Devonport, one of Auckland’s oldest suburbs, was founded in 1840 by European Settlers. It sits on the North Shore on the end of a peninsula that juts out into the Waitemata Harbour. A regular ferry service runs from the CBD (Central Business District) of Auckland to Devonport taking only about 15 minutes. A Naval Station is located here in Devonport and is one of the oldest tenants.
This little town is a wonderful place to just wander. Grand houses, a tree-lined waterfront, abundant restaurants, antique shops and book stores will fill your day before you know it. With plenty of shopping and green space to balance it out, Devonport is a must-see part of a visit to Auckland.
Our day actually started out in Dunedin and after a flight back to Auckland we picked up our rental car at Auckland’s Airport and decided to drive straight out to Devonport. It was our last day in New Zealand and it was a bright sunny day, Devonport seemed like a great end to our holiday.
There were plenty of spaces available along the busy streets. We found a space and parked for a couple of hours while we had a look around and grabbed lunch.
Lunch was a place called Manuka. It was recommended to me by a friend. Although the food was excellent, I have never had such horrible service anywhere. The waitresses couldn’t manage a smile or any friendly pleasantries. When one waitress brought new cutlery to the table between courses she didn’t even speak to us or make eye contact. We sat outside at the awning-covered tables like most other patrons. They weren’t all that comfortable and you had to watch out for the little nuisance sparrows flying around and landing on the chairs and by your feet and you also had to take notice of the large sea birds flying above your heads…I think that is why they have the awning, just don’t sit too close to the edge. I had coconut crusted prawns that were out of this world, but the service was a real downer. I would recommend the restaurant for the food, but be forewarned that we had incredibly poor service. For the price you pay for your meal, you would expect much better than we got.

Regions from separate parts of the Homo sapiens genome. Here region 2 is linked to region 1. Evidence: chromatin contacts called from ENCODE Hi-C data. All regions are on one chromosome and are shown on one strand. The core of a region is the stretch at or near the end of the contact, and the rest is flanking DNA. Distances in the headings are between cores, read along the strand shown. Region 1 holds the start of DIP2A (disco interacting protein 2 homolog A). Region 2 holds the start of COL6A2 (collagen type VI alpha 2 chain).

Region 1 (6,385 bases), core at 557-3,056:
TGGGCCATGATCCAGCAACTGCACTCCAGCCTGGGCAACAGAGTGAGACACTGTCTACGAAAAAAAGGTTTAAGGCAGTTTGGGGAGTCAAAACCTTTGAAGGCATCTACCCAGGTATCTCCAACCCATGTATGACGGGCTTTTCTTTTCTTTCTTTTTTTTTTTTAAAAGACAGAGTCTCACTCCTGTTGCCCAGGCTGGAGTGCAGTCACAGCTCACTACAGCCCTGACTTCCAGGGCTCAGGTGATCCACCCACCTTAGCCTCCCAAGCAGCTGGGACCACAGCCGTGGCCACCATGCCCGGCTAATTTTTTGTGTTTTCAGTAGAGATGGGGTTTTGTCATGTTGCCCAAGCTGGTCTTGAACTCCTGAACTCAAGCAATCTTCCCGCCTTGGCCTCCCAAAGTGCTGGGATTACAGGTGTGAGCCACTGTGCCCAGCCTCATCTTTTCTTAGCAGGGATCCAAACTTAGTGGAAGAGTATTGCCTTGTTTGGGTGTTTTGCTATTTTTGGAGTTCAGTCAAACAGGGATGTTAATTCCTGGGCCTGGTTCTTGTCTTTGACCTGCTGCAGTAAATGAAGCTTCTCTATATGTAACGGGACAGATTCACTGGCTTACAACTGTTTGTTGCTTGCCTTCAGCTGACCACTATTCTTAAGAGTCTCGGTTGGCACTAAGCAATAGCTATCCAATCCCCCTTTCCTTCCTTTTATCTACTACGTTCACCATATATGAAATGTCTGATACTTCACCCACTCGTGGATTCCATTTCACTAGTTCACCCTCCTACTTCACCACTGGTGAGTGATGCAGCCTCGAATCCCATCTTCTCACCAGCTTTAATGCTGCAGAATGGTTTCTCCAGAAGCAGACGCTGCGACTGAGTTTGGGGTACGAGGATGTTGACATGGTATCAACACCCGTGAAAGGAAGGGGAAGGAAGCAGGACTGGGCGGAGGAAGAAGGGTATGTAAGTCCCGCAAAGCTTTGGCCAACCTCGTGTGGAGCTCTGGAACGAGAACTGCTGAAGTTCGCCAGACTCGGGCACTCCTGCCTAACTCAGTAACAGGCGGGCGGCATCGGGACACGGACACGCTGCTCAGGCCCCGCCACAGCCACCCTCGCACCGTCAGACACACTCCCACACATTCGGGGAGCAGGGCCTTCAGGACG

After lunch we wandered up Victoria Road to a used book shop called "Hard to Find (But Worth the Effort)" where we spent a considerable amount of time just browsing through thousands of book on every available topic. We even ended up buying a few books to take home with us. Visit them on www.hardtofind.co.nz.
Just across the road from Manuka is Jackson’s Muzeum, you can’t miss it, British and New Zealand telephone boxes sit atop and in front of this large white building. This has become an institution in Devonport. Not so much a museum as a repository of everything and anything collectible accumulated by Bryan Jackson. The museum has fought with the council and it has been open and closed and open again. Whilst we were there it appeared to be open, although we didn’t plan on going in. It also appeared to be for sale. There were large signs describing items within the museum and how much they are worth on their own, but that all of these items were to be sold as part of this collection as they really needed to be kept together.
Whilst in Devonport you have to take the steep walk up Mount Victoria to get the best views of Auckland. This hill was once the site of a Maori pa and fortified village.
Stop at the tourist office and pick up your copy of "The Old Devonport Walk" to guide you through the city with a map and descriptions of buildings, churches, streets, museums and other things along the way. The Tourist office is located at 3 Victoria Road.